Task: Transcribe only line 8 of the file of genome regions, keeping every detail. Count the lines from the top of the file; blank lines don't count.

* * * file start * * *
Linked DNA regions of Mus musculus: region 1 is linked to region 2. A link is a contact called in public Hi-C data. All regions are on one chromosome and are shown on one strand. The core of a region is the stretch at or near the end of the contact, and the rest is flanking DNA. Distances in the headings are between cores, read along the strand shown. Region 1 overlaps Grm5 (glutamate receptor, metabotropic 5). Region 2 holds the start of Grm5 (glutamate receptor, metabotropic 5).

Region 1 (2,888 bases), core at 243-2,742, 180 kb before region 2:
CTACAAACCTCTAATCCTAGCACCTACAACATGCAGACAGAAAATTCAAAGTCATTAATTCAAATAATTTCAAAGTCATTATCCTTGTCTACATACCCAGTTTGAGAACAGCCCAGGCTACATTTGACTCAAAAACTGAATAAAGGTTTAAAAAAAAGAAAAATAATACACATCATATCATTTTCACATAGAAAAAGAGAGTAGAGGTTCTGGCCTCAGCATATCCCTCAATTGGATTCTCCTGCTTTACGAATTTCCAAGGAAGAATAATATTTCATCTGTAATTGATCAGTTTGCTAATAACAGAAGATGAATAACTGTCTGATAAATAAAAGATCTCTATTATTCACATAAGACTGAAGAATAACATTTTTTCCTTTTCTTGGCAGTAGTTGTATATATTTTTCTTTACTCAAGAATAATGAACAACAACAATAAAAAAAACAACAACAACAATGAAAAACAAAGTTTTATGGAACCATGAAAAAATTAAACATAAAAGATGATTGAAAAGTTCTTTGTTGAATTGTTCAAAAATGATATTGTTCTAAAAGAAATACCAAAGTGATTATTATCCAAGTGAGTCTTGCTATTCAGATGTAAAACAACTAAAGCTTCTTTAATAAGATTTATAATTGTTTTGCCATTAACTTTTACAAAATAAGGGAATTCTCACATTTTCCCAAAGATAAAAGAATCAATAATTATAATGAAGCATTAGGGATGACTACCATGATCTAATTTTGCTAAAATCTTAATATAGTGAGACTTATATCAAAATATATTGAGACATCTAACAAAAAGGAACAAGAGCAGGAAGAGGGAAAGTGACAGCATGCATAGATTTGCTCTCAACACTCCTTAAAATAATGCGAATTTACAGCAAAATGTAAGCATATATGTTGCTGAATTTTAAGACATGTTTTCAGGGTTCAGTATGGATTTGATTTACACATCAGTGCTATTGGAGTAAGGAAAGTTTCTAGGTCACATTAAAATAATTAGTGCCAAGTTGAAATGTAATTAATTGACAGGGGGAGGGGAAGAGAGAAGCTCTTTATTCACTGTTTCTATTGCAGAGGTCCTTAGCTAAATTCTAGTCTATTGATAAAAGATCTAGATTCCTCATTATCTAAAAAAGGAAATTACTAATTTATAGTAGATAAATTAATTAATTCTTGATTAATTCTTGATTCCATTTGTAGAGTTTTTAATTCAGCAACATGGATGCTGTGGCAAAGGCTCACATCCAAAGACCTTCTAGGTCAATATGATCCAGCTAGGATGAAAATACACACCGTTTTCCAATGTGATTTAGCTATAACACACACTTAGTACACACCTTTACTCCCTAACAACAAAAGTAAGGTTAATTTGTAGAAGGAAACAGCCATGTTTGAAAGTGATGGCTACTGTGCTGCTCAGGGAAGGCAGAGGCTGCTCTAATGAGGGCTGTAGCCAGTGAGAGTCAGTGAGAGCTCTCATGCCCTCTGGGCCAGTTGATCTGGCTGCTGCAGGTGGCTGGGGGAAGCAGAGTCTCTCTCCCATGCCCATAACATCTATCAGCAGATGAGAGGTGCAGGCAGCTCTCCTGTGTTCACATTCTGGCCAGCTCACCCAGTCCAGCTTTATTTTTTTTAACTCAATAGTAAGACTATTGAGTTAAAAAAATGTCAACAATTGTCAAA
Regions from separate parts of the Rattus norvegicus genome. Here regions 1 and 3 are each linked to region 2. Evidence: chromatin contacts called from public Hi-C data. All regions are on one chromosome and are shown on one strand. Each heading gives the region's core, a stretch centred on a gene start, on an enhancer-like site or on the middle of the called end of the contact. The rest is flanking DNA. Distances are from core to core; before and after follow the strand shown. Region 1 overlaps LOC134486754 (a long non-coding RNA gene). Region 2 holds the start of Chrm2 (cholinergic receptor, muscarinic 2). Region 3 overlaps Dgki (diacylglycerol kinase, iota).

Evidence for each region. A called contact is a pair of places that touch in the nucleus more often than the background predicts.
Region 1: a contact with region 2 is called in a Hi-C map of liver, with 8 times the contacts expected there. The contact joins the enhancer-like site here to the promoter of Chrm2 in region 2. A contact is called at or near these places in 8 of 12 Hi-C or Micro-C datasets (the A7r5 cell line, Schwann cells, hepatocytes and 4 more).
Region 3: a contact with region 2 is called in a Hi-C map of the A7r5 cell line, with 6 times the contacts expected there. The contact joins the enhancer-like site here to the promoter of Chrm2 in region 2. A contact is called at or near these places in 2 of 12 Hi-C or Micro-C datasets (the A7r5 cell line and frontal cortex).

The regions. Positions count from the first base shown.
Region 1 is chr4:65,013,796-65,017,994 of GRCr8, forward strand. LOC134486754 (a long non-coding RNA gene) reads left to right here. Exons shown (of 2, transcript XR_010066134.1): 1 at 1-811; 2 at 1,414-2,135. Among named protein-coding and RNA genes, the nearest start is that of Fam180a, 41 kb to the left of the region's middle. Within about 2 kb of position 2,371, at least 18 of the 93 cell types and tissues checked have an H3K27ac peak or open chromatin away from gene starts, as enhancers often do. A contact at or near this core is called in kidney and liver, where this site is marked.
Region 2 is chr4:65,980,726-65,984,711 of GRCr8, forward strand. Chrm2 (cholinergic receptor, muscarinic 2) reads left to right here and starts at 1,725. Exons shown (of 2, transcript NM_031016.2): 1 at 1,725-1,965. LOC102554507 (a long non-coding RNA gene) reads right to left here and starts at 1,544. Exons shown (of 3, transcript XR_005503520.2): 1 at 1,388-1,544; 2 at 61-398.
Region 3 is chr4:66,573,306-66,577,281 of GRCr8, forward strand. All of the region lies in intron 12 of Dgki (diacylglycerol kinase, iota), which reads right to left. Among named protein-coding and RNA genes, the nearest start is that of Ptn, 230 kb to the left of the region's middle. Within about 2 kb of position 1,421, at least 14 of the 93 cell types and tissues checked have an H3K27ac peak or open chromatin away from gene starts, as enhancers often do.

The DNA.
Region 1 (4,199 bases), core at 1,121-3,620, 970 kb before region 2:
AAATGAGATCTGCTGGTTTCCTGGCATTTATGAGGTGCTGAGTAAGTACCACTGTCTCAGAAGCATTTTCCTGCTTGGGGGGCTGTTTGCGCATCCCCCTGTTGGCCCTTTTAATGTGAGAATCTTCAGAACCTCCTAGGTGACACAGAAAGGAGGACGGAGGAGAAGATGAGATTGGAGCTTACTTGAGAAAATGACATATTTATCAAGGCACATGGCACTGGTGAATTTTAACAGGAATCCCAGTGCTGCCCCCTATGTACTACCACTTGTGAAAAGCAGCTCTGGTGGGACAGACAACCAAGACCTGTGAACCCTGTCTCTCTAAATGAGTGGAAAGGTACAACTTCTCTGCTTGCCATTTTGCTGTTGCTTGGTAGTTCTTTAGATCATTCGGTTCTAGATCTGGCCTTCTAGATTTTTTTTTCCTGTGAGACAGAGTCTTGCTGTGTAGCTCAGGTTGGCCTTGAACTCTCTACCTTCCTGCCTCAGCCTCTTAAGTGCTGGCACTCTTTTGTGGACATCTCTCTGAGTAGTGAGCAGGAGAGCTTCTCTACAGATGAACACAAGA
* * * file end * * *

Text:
The regions. Positions count from the first base shown.